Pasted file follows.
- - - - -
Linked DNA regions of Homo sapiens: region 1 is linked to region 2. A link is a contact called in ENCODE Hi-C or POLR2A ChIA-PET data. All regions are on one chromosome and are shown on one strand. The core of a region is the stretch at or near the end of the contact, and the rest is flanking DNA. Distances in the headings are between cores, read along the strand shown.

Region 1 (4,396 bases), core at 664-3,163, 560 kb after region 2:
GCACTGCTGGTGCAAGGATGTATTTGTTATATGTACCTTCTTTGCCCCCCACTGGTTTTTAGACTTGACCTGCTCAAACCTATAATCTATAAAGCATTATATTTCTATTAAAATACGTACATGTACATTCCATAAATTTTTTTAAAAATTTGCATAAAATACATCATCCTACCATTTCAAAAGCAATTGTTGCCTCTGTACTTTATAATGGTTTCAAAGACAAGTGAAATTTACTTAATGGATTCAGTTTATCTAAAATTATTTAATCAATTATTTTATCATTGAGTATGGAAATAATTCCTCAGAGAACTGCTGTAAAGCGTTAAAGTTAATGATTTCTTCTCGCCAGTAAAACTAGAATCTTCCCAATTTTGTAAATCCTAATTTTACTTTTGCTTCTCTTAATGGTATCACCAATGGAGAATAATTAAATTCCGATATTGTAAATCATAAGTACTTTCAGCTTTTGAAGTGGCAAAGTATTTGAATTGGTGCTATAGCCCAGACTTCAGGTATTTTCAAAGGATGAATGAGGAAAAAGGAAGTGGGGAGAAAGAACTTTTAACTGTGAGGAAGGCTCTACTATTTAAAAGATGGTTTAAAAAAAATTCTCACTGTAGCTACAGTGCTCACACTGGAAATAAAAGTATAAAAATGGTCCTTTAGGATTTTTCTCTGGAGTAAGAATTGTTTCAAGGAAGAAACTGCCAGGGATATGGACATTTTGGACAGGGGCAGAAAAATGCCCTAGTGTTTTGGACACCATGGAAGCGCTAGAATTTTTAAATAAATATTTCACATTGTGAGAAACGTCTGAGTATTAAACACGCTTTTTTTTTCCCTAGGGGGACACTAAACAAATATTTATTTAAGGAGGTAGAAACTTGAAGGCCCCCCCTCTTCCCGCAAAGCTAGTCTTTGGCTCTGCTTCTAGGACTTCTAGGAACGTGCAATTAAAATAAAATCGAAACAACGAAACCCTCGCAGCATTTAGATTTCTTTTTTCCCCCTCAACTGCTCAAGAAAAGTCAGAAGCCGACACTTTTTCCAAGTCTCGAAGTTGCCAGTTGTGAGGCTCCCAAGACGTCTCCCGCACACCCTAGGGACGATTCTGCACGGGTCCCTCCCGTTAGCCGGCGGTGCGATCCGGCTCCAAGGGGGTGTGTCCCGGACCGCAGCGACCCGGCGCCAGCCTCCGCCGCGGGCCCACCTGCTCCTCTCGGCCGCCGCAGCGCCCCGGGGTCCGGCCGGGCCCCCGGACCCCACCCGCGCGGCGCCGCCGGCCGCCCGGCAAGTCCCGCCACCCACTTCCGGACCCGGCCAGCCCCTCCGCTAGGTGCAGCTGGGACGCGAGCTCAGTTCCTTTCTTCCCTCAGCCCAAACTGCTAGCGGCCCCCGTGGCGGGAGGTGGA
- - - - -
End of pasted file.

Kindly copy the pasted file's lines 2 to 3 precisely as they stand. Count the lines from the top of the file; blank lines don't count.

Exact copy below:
Region 1 (4,396 bases), core at 664-3,163, 560 kb after region 2:
GCACTGCTGGTGCAAGGATGTATTTGTTATATGTACCTTCTTTGCCCCCCACTGGTTTTTAGACTTGACCTGCTCAAACCTATAATCTATAAAGCATTATATTTCTATTAAAATACGTACATGTACATTCCATAAATTTTTTTAAAAATTTGCATAAAATACATCATCCTACCATTTCAAAAGCAATTGTTGCCTCTGTACTTTATAATGGTTTCAAAGACAAGTGAAATTTACTTAATGGATTCAGTTTATCTAAAATTATTTAATCAATTATTTTATCATTGAGTATGGAAATAATTCCTCAGAGAACTGCTGTAAAGCGTTAAAGTTAATGATTTCTTCTCGCCAGTAAAACTAGAATCTTCCCAATTTTGTAAATCCTAATTTTACTTTTGCTTCTCTTAATGGTATCACCAATGGAGAATAATTAAATTCCGATATTGTAAATCATAAGTACTTTCAGCTTTTGAAGTGGCAAAGTATTTGAATTGGTGCTATAGCCCAGACTTCAGGTATTTTCAAAGGATGAATGAGGAAAAAGGAAGTGGGGAGAAAGAACTTTTAACTGTGAGGAAGGCTCTACTATTTAAAAGATGGTTTAAAAAAAATTCTCACTGTAGCTACAGTGCTCACACTGGAAATAAAAGTATAAAAATGGTCCTTTAGGATTTTTCTCTGGAGTAAGAATTGTTTCAAGGAAGAAACTGCCAGGGATATGGACATTTTGGACAGGGGCAGAAAAATGCCCTAGTGTTTTGGACACCATGGAAGCGCTAGAATTTTTAAATAAATATTTCACATTGTGAGAAACGTCTGAGTATTAAACACGCTTTTTTTTTCCCTAGGGGGACACTAAACAAATATTTATTTAAGGAGGTAGAAACTTGAAGGCCCCCCCTCTTCCCGCAAAGCTAGTCTTTGGCTCTGCTTCTAGGACTTCTAGGAACGTGCAATTAAAATAAAATCGAAACAACGAAACCCTCGCAGCATTTAGATTTCTTTTTTCCCCCTCAACTGCTCAAGAAAAGTCAGAAGCCGACACTTTTTCCAAGTCTCGAAGTTGCCAGTTGTGAGGCTCCCAAGACGTCTCCCGCACACCCTAGGGACGATTCTGCACGGGTCCCTCCCGTTAGCCGGCGGTGCGATCCGGCTCCAAGGGGGTGTGTCCCGGACCGCAGCGACCCGGCGCCAGCCTCCGCCGCGGGCCCACCTGCTCCTCTCGGCCGCCGCAGCGCCCCGGGGTCCGGCCGGGCCCCCGGACCCCACCCGCGCGGCGCCGCCGGCCGCCCGGCAAGTCCCGCCACCCACTTCCGGACCCGGCCAGCCCCTCCGCTAGGTGCAGCTGGGACGCGAGCTCAGTTCCTTTCTTCCCTCAGCCCAAACTGCTAGCGGCCCCCGTGGCGGGAGGTGGA